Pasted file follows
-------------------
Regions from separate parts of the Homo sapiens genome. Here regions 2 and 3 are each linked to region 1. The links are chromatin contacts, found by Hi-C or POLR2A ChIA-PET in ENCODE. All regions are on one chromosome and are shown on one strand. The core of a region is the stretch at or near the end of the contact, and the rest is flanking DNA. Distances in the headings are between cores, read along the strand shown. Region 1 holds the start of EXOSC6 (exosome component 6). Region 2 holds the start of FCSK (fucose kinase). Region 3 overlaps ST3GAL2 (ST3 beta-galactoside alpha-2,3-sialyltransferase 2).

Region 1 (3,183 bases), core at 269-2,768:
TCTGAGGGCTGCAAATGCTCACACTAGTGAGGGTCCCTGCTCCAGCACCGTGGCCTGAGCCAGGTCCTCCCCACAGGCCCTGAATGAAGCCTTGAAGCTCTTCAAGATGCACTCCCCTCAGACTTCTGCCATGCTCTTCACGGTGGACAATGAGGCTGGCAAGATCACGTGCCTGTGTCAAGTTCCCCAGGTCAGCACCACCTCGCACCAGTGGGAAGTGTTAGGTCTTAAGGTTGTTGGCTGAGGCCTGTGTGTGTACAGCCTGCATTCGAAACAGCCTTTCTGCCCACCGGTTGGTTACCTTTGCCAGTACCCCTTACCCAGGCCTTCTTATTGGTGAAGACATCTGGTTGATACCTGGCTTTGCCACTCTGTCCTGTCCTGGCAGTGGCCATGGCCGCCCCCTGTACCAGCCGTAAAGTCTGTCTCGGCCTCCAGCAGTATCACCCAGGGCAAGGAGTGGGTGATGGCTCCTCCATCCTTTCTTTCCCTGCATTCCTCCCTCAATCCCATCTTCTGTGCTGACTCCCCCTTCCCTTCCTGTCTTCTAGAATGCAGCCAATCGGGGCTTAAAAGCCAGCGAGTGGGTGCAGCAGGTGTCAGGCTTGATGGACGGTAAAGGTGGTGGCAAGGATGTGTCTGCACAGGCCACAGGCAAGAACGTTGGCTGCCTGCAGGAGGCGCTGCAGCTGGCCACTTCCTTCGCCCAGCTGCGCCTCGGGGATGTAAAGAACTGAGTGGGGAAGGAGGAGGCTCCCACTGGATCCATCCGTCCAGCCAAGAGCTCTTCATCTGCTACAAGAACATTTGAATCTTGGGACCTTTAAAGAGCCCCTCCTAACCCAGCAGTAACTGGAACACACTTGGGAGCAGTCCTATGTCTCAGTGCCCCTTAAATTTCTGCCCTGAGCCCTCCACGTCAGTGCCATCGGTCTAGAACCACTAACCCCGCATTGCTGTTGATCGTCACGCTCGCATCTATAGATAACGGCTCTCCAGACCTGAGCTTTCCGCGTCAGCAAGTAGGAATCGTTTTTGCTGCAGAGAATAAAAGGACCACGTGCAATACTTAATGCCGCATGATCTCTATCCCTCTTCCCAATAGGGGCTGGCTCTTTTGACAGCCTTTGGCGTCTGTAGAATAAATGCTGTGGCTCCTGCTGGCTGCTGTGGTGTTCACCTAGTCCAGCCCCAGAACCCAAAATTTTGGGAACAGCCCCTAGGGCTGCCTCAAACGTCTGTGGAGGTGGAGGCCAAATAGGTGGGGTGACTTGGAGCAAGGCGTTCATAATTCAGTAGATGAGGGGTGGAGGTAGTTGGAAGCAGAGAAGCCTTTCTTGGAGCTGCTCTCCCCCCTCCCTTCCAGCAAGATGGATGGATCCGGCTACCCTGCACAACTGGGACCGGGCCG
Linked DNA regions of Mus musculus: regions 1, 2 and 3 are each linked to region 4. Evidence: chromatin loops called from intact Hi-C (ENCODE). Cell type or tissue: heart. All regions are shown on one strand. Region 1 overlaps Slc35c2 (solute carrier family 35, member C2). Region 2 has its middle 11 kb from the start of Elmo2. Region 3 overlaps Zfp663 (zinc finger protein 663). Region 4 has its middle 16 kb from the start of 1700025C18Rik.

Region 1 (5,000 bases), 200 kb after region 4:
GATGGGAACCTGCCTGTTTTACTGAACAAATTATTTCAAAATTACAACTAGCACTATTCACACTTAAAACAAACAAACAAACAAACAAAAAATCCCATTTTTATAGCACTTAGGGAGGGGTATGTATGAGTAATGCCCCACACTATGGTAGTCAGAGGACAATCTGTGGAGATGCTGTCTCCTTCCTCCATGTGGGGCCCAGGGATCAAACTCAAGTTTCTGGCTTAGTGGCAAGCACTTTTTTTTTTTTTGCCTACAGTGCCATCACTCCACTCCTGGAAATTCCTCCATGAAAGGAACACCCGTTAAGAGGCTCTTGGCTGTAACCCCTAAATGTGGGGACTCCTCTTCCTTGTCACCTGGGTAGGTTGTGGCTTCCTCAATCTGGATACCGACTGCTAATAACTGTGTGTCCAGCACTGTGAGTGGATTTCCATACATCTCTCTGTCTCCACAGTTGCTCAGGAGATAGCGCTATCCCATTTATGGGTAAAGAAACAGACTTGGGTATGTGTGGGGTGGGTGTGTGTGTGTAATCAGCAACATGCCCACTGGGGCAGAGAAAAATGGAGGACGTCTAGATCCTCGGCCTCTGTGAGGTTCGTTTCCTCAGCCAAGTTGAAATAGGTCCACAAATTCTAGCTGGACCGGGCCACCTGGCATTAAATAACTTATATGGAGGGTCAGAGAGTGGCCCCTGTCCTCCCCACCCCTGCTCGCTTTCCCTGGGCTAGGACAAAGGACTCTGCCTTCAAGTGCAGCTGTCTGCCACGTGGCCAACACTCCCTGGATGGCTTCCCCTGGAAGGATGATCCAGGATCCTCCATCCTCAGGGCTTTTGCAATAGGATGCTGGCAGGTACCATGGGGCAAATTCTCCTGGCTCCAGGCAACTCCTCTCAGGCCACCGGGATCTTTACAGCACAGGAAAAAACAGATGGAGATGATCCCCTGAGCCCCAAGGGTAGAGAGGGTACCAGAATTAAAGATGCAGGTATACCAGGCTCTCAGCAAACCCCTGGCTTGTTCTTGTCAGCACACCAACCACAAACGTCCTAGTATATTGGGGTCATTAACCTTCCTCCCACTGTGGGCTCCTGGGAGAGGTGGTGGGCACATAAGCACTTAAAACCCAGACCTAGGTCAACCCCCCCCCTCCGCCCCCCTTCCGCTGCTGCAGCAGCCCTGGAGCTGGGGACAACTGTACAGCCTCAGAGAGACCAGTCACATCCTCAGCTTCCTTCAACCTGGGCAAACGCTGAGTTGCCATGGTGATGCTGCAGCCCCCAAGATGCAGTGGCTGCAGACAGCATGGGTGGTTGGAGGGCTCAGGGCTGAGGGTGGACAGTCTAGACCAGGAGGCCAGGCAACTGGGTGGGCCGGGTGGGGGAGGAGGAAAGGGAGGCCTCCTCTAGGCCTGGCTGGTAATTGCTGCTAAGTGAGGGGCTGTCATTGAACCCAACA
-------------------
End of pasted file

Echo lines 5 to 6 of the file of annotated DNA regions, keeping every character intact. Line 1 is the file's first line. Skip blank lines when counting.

Region 1 (5,000 bases), 200 kb after region 4:
GATGGGAACCTGCCTGTTTTACTGAACAAATTATTTCAAAATTACAACTAGCACTATTCACACTTAAAACAAACAAACAAACAAACAAAAAATCCCATTTTTATAGCACTTAGGGAGGGGTATGTATGAGTAATGCCCCACACTATGGTAGTCAGAGGACAATCTGTGGAGATGCTGTCTCCTTCCTCCATGTGGGGCCCAGGGATCAAACTCAAGTTTCTGGCTTAGTGGCAAGCACTTTTTTTTTTTTTGCCTACAGTGCCATCACTCCACTCCTGGAAATTCCTCCATGAAAGGAACACCCGTTAAGAGGCTCTTGGCTGTAACCCCTAAATGTGGGGACTCCTCTTCCTTGTCACCTGGGTAGGTTGTGGCTTCCTCAATCTGGATACCGACTGCTAATAACTGTGTGTCCAGCACTGTGAGTGGATTTCCATACATCTCTCTGTCTCCACAGTTGCTCAGGAGATAGCGCTATCCCATTTATGGGTAAAGAAACAGACTTGGGTATGTGTGGGGTGGGTGTGTGTGTGTAATCAGCAACATGCCCACTGGGGCAGAGAAAAATGGAGGACGTCTAGATCCTCGGCCTCTGTGAGGTTCGTTTCCTCAGCCAAGTTGAAATAGGTCCACAAATTCTAGCTGGACCGGGCCACCTGGCATTAAATAACTTATATGGAGGGTCAGAGAGTGGCCCCTGTCCTCCCCACCCCTGCTCGCTTTCCCTGGGCTAGGACAAAGGACTCTGCCTTCAAGTGCAGCTGTCTGCCACGTGGCCAACACTCCCTGGATGGCTTCCCCTGGAAGGATGATCCAGGATCCTCCATCCTCAGGGCTTTTGCAATAGGATGCTGGCAGGTACCATGGGGCAAATTCTCCTGGCTCCAGGCAACTCCTCTCAGGCCACCGGGATCTTTACAGCACAGGAAAAAACAGATGGAGATGATCCCCTGAGCCCCAAGGGTAGAGAGGGTACCAGAATTAAAGATGCAGGTATACCAGGCTCTCAGCAAACCCCTGGCTTGTTCTTGTCAGCACACCAACCACAAACGTCCTAGTATATTGGGGTCATTAACCTTCCTCCCACTGTGGGCTCCTGGGAGAGGTGGTGGGCACATAAGCACTTAAAACCCAGACCTAGGTCAACCCCCCCCCTCCGCCCCCCTTCCGCTGCTGCAGCAGCCCTGGAGCTGGGGACAACTGTACAGCCTCAGAGAGACCAGTCACATCCTCAGCTTCCTTCAACCTGGGCAAACGCTGAGTTGCCATGGTGATGCTGCAGCCCCCAAGATGCAGTGGCTGCAGACAGCATGGGTGGTTGGAGGGCTCAGGGCTGAGGGTGGACAGTCTAGACCAGGAGGCCAGGCAACTGGGTGGGCCGGGTGGGGGAGGAGGAAAGGGAGGCCTCCTCTAGGCCTGGCTGGTAATTGCTGCTAAGTGAGGGGCTGTCATTGAACCCAACA